“We’re already planning our next trip back down here.”
Long before rising Melbourne dance act Memphis LK arrives on stage, the Forum is crammed full of people with tight, sparkly clothes and wide smiles who seem to feed off their proximity to fans of pop music.
This overwhelming positive atmosphere is fed by Memphis LK, who responds to the loud cheers greeting her arrival with a set of banging dance music that is more interested in creating little worlds of sound than sticking to regular BPMs. Memphis LK spins 90s drum and bass to frothy peaks over which she coos intimate rhymes and witty asides about relationships. The combination of quietly furious beats, effervescent synth chords and gently close mic’ed vocalising is extremely effective, and it’s easy to see why her profile is growing after two EPs and a clutch of singles. Memphis’s sounds are so urban European that the curl of her Melbourne accent at the end of her lyrics sounds bigger than it is. Opening her set with the warm house beats and burbling synths of Where Angels Go to Die, Memphis bugs out behind the DJ setup, mic in hand, faders getting nudged and dials getting turned. Tricky, Whip, Coffee and the title track from her latest EP, Too Much Fun, follow. Memphis LK delivers a set that tours the dance genres of the 90s in a way that is united by era rather than genre. At one point, she plays the clarinet over a pounding Aphex Twin style beat, and, as with her occasional forays into talking to the crowd, we love it. Memphis approaches and plays music with a genuine sense of discovery, keeping things fresh. It’s a great asset and one that it doesn’t sound like she is in any danger of losing.
After a short set of 1970s pop hits play over the PA, the venue darkens and explodes into cheering, screaming and applause. To the strains of Surrender My Heart, Carly Rae Jepsen’s band arrives, one by one: keyboardist Jared Manierka, drummer Nik Pesut, guitarist Tavish Crowe, bassist Abe Nouri and backing vocalists Sophi Bairley and Julia Ross. Finally, Jepsen arrives. Wearing an iridescent aquamarine dress and with her long flowing platinum hair, she resembles a mermaid. An Ariel who found her voice and brought out ours at volumes we didn’t realise we were capable of. For the rest of the opening song, the PA can’t stand a chance when up against our voluble love. Every word of Surrender My Heart, and most subsequent songs, is matched by a choir of fans screaming the lyrics back to the Canadian star.
As if empowered by the love she is receiving, the band smiles, and Jepsen moves from one supercharged blast of pop perfection to the next. Run Away with Me, Too Much, Julien, Talking to Yourself, and we’re already at Call Me Maybe. “I hope you can all help me sing this next one,” she says by way of introduction. The crowd explodes, arms waving in unison as if reinforcing just how timeless this song is. As if fully aware of how she has arrived at a ten and taken us up to eleven, Jepsen brings us back to earth for a while with Bends, a song she describes as being “very close to my heart”.
After an instrumental interlude, Jepsen returns with a new outfit, one that allows her to move with greater freedom, and the slinky, shiny 70s disco of So Nice, the song that gave her tour its name. Staying on theme, we get one of her biggest hits, I Really Like You, from her album of peerless pop, E•MO•TION. Brilliantly deployed by Jepsen and brought to life by her band as a slice of hard-hitting synth-pop, it is one of the best examples in tonight’s set of how a song that may sound like immaculately produced bubble-gum pop is reinvented as something still danceable, but closer to something Chic. Pesut’s drums are so cavernous, and Manierka layers his synth sounds to such great effect that there is a real sense of the songs being played rather than pre-programmed. After asking the crowd whether we would prefer Cry or Your Type (we go with the latter), Now That I’ve Found You and I Didn’t Come Here Just to Dance are two more aural examples of too much sherbet. Jepsen rarely stays still, she uses up every square foot of the stage, setting off wave after wave of phone cameras from fans so in love with the moment they want to extend it. We jump in the air when the chorus of When I Needed You hits; we stay respectfully quiet when she lowers the temperature with the country-ish Go Find Yourself or Whatever. We scream in approval when she says she loves playing in Melbourne so much, “we’re already planning our next trip back down here.”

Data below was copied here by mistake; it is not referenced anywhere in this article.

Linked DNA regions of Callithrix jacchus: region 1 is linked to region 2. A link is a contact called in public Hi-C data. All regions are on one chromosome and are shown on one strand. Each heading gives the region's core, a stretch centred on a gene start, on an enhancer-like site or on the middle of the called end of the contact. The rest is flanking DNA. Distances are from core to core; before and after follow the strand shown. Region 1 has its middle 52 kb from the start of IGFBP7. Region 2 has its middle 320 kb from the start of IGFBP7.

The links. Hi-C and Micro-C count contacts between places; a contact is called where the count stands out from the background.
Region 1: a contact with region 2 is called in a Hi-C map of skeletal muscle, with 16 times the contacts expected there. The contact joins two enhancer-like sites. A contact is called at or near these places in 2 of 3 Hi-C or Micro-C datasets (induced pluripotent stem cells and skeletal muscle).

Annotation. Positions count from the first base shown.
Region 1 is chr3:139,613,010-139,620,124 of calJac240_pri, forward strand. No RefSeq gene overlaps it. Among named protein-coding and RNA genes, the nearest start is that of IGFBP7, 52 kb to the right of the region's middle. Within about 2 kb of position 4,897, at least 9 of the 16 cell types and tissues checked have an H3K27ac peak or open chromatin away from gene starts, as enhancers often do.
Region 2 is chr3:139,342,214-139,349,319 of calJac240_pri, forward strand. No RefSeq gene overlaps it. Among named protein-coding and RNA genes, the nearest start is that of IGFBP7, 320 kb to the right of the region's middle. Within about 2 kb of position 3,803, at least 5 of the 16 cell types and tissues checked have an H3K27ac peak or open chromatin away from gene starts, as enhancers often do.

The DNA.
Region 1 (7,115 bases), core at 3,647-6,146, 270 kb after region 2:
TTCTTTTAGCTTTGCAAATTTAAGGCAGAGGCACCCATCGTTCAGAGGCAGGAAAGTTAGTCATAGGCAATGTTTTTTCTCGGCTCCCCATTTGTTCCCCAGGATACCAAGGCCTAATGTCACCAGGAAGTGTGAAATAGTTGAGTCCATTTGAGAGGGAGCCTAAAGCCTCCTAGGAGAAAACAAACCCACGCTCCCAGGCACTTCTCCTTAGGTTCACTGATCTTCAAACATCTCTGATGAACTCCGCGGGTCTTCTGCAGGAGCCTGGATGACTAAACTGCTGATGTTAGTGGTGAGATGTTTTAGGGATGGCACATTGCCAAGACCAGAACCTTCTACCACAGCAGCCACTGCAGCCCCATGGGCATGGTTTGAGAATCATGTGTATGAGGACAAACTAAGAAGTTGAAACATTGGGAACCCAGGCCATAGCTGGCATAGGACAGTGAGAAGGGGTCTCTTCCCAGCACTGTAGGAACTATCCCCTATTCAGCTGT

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“We’ve covered a lot of ground tonight,” she tells us, her words barely audible over the screaming. “We’ve sung about falling in love, being in love and being very far out of love, but we haven’t really talked about just having fun.” And so begins her encore of Beach House (“I've got a beach house in Malibu / And I'm probably gonna hurt your feelings”) and the final, undeniable bop, Cut to the Feeling, through which she conducts us using a large plastic sword she took from an especially enthusiastic fan. A final blast of glitter from a show that was essentially a non-stop musical confetti cannon. No notes.